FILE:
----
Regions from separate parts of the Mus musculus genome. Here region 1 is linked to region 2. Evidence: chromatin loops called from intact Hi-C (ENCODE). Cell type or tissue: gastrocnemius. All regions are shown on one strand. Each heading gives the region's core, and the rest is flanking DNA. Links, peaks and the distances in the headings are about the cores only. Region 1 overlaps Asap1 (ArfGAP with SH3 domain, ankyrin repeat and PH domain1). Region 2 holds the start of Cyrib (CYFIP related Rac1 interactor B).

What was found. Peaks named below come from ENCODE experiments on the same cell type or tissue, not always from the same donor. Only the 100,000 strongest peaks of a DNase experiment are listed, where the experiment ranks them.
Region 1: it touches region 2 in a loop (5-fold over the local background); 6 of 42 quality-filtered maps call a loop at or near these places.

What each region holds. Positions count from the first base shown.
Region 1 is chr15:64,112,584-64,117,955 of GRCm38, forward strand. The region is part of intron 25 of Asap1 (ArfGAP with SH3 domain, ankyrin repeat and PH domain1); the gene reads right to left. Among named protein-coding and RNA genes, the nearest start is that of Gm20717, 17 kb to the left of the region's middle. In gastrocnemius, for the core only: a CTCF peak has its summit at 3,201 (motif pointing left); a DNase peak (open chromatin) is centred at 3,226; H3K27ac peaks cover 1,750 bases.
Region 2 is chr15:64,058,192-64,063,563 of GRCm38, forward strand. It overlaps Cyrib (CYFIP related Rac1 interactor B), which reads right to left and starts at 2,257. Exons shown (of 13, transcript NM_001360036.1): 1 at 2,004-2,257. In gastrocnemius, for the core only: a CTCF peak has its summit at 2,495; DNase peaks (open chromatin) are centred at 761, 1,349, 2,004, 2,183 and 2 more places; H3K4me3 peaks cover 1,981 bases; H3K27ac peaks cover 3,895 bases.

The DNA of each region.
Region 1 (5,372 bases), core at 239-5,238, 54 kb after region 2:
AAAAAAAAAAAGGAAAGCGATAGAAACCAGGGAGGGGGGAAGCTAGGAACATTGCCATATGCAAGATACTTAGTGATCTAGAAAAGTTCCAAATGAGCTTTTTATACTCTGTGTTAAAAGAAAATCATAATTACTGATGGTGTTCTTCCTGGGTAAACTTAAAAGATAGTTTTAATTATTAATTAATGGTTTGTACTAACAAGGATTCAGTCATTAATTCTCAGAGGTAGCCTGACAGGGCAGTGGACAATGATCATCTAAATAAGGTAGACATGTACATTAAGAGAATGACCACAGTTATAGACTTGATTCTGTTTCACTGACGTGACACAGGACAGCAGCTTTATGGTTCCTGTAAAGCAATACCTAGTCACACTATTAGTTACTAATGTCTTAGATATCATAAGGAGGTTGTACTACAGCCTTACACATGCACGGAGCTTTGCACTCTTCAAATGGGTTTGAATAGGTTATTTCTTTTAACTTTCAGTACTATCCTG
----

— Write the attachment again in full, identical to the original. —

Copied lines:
Regions from separate parts of the Mus musculus genome. Here region 1 is linked to region 2. Evidence: chromatin loops called from intact Hi-C (ENCODE). Cell type or tissue: gastrocnemius. All regions are shown on one strand. Each heading gives the region's core, and the rest is flanking DNA. Links, peaks and the distances in the headings are about the cores only. Region 1 overlaps Asap1 (ArfGAP with SH3 domain, ankyrin repeat and PH domain1). Region 2 holds the start of Cyrib (CYFIP related Rac1 interactor B).

What was found. Peaks named below come from ENCODE experiments on the same cell type or tissue, not always from the same donor. Only the 100,000 strongest peaks of a DNase experiment are listed, where the experiment ranks them.
Region 1: it touches region 2 in a loop (5-fold over the local background); 6 of 42 quality-filtered maps call a loop at or near these places.

What each region holds. Positions count from the first base shown.
Region 1 is chr15:64,112,584-64,117,955 of GRCm38, forward strand. The region is part of intron 25 of Asap1 (ArfGAP with SH3 domain, ankyrin repeat and PH domain1); the gene reads right to left. Among named protein-coding and RNA genes, the nearest start is that of Gm20717, 17 kb to the left of the region's middle. In gastrocnemius, for the core only: a CTCF peak has its summit at 3,201 (motif pointing left); a DNase peak (open chromatin) is centred at 3,226; H3K27ac peaks cover 1,750 bases.
Region 2 is chr15:64,058,192-64,063,563 of GRCm38, forward strand. It overlaps Cyrib (CYFIP related Rac1 interactor B), which reads right to left and starts at 2,257. Exons shown (of 13, transcript NM_001360036.1): 1 at 2,004-2,257. In gastrocnemius, for the core only: a CTCF peak has its summit at 2,495; DNase peaks (open chromatin) are centred at 761, 1,349, 2,004, 2,183 and 2 more places; H3K4me3 peaks cover 1,981 bases; H3K27ac peaks cover 3,895 bases.

The DNA of each region.
Region 1 (5,372 bases), core at 239-5,238, 54 kb after region 2:
AAAAAAAAAAAGGAAAGCGATAGAAACCAGGGAGGGGGGAAGCTAGGAACATTGCCATATGCAAGATACTTAGTGATCTAGAAAAGTTCCAAATGAGCTTTTTATACTCTGTGTTAAAAGAAAATCATAATTACTGATGGTGTTCTTCCTGGGTAAACTTAAAAGATAGTTTTAATTATTAATTAATGGTTTGTACTAACAAGGATTCAGTCATTAATTCTCAGAGGTAGCCTGACAGGGCAGTGGACAATGATCATCTAAATAAGGTAGACATGTACATTAAGAGAATGACCACAGTTATAGACTTGATTCTGTTTCACTGACGTGACACAGGACAGCAGCTTTATGGTTCCTGTAAAGCAATACCTAGTCACACTATTAGTTACTAATGTCTTAGATATCATAAGGAGGTTGTACTACAGCCTTACACATGCACGGAGCTTTGCACTCTTCAAATGGGTTTGAATAGGTTATTTCTTTTAACTTTCAGTACTATCCTG